The main disadvantage of deadlifts is that lifting heavy weights from the floor can be hard on your lower back, especially if you have poor hamstring flexibility. This will limit the amount of weight you can safely lift. With rack pulls, each rep starts from a raised, more accommodating position. This is not only easier on your lower back but will also allow you to lift more weight.

Here's how to do rack pulls:

  • Set the safety pins on your squat rack to below knee height.
  • Rest your barbell on the pins and then load up.
  • Do your deadlifts using a double overhand or mixed grip.
  • Make sure the bar touches down and settles between each rep.

Deadlifts are so-called because each rep should start from a dead stop, so no bouncing! You can add more weight week by week or, if you prefer, lower the safety pins as your mobility and flexibility improve, just as you would for Anderson squats. Incorporating these training methods into your routine can enhance your squat, bench press, and deadlift performance while targeting specific muscle groups and improving overall strength.


All exercises have sticking points, which occur when your momentum comes to a halt, and you fail to complete a rep. Sticking points can vary depending on the individual but often happen in mechanically-disadvantageous positions, such as when the weight you're lifting is farthest away from your body or when levers are at their longest.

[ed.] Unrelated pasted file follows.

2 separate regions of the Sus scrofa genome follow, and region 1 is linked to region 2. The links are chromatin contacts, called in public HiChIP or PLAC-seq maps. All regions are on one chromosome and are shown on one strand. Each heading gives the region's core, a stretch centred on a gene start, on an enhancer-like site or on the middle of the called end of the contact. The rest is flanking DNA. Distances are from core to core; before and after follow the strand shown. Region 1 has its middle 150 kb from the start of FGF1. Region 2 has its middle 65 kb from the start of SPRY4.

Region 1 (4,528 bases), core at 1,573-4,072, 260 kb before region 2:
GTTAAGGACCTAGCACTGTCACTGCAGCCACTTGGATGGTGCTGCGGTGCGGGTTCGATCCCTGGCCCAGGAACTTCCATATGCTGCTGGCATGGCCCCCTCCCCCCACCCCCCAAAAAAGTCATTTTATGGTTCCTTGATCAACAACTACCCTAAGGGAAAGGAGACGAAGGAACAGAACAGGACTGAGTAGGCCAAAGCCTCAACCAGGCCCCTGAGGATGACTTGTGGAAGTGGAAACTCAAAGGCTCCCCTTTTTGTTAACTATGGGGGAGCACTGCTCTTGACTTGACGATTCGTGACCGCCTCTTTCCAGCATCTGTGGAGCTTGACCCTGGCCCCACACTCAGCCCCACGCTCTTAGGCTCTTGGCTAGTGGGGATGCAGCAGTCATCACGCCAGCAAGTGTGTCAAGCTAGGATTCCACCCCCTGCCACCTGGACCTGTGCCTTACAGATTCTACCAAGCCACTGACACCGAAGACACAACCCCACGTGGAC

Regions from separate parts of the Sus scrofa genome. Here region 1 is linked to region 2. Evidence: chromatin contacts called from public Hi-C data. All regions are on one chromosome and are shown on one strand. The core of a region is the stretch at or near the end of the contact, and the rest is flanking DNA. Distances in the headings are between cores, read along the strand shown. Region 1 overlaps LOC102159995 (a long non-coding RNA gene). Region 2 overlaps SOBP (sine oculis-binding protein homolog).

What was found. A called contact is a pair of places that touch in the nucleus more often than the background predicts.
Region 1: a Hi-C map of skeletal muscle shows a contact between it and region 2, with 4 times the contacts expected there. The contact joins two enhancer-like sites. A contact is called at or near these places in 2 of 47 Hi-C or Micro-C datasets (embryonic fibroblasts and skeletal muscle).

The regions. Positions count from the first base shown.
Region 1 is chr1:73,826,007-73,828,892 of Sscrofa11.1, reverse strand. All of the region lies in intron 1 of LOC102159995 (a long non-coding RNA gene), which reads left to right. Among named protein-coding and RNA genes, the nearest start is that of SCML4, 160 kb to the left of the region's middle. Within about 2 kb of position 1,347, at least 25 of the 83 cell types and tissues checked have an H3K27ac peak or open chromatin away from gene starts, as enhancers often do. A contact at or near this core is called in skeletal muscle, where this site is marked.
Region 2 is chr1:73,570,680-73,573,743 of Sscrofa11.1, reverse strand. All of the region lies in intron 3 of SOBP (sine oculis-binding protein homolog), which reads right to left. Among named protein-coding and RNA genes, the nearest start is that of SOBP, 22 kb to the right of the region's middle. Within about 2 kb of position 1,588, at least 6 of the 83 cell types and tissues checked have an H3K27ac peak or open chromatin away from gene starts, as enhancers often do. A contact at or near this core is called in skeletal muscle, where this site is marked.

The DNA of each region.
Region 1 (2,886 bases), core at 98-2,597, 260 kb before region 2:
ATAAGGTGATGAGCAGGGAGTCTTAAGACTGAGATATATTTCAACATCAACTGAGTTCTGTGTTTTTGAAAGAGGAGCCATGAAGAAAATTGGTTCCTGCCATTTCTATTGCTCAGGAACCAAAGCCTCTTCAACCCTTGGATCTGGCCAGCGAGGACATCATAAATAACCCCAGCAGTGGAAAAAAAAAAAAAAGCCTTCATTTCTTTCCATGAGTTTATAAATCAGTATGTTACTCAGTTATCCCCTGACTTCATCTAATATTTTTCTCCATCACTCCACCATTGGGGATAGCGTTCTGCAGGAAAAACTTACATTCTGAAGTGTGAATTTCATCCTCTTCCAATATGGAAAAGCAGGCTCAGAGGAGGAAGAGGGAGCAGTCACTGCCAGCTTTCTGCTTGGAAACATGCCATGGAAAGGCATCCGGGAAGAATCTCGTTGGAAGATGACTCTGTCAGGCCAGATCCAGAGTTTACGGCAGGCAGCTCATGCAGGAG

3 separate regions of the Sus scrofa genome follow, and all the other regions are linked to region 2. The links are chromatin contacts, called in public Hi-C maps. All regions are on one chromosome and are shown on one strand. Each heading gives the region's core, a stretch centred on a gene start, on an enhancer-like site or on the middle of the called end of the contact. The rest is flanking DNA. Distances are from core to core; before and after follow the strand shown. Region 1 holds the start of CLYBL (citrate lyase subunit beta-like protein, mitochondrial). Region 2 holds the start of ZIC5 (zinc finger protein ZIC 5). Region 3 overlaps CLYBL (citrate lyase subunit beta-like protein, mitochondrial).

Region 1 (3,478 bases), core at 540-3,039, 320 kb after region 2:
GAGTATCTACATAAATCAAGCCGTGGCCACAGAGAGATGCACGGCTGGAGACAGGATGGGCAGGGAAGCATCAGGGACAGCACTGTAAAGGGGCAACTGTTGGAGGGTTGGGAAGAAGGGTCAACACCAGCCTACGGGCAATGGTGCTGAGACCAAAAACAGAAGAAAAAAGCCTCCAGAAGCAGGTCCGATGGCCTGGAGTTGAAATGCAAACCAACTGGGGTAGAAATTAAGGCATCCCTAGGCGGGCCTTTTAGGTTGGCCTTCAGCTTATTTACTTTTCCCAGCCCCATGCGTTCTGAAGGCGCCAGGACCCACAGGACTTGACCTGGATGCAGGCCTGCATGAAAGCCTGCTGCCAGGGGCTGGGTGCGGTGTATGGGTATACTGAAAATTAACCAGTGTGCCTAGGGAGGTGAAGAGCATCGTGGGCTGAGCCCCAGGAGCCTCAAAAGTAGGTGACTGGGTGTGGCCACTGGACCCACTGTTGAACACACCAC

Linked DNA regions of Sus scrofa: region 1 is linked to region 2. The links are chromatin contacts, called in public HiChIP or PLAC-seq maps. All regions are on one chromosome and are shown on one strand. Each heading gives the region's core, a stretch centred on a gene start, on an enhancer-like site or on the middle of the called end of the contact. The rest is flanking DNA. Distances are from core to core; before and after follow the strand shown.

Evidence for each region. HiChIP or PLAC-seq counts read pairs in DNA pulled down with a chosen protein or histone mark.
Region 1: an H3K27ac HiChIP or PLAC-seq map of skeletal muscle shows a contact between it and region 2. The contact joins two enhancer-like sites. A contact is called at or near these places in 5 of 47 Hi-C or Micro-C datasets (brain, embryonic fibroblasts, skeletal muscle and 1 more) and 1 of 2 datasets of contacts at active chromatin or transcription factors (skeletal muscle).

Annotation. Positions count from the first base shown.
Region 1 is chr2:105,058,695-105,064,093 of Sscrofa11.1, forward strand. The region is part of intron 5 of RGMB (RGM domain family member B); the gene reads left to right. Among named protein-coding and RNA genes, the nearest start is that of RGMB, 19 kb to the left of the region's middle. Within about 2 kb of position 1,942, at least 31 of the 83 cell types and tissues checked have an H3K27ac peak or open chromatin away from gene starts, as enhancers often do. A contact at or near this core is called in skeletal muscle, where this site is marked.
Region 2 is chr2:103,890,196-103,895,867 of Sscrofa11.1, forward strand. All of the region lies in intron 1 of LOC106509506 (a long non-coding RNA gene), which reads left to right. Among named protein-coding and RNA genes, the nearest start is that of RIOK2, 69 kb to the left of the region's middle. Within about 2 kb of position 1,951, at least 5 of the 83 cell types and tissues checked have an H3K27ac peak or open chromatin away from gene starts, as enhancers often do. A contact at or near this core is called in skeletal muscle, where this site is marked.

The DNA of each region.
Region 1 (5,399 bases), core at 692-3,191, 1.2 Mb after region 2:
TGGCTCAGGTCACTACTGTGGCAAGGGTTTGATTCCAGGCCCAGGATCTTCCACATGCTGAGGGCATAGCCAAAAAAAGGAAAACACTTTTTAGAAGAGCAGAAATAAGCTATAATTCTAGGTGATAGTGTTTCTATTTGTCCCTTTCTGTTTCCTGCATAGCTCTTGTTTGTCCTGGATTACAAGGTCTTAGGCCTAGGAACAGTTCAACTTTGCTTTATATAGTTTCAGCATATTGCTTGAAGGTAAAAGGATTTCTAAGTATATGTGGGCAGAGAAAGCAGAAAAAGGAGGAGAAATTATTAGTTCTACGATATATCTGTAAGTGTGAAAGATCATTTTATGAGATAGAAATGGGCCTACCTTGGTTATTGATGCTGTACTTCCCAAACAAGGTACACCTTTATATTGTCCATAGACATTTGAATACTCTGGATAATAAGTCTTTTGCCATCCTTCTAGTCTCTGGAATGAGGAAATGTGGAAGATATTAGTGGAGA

Dealing with sticking points can be frustrating. You may feel that if you could just overcome that tricky joint angle, you would be able to complete your rep successfully. However, no matter how hard you try, the bar always stops at the same spot. The good news is that you can overcome these sticking points using nothing more than a power rack and a barbell through a technique called isometrics.

Isometrics involve muscle contractions where your joints do not move, but your muscles generate force. By using isometrics, you can specifically target your sticking points so that, over time, they cease to be weak links. Isometrics work best for compound exercises like squats, bench presses, deadlifts, and overhead presses. Try this method during your next workout:

  • Set up your power rack safety bars.
  • Rest your barbell on the pins and load it with more weight than you can lift.
  • Next, assume your normal position and grip.

Push or pull against the immovable weight with all your might. Keep in mind that because the weight is so heavy, it will not move. Maintain the isometric contraction for five to six seconds. Relax, take a breath, and repeat. Do three to five isometric reps before resting for two to three minutes.

Isometrics are intense, so limit yourself to about two to three sets per workout. Follow up isometrics with full-range repetitions to maintain your strength and technique. After a few weeks of isometric training, you should find that you can overcome your old sticking points.


A power rack is not just a surrogate spotter; it has many more applications. When used correctly, a power rack can be the key to achieving significant and long-term gains in your training. Have a video of yourself crushing your workout with the power rack? Tag us on Instagram so we can share!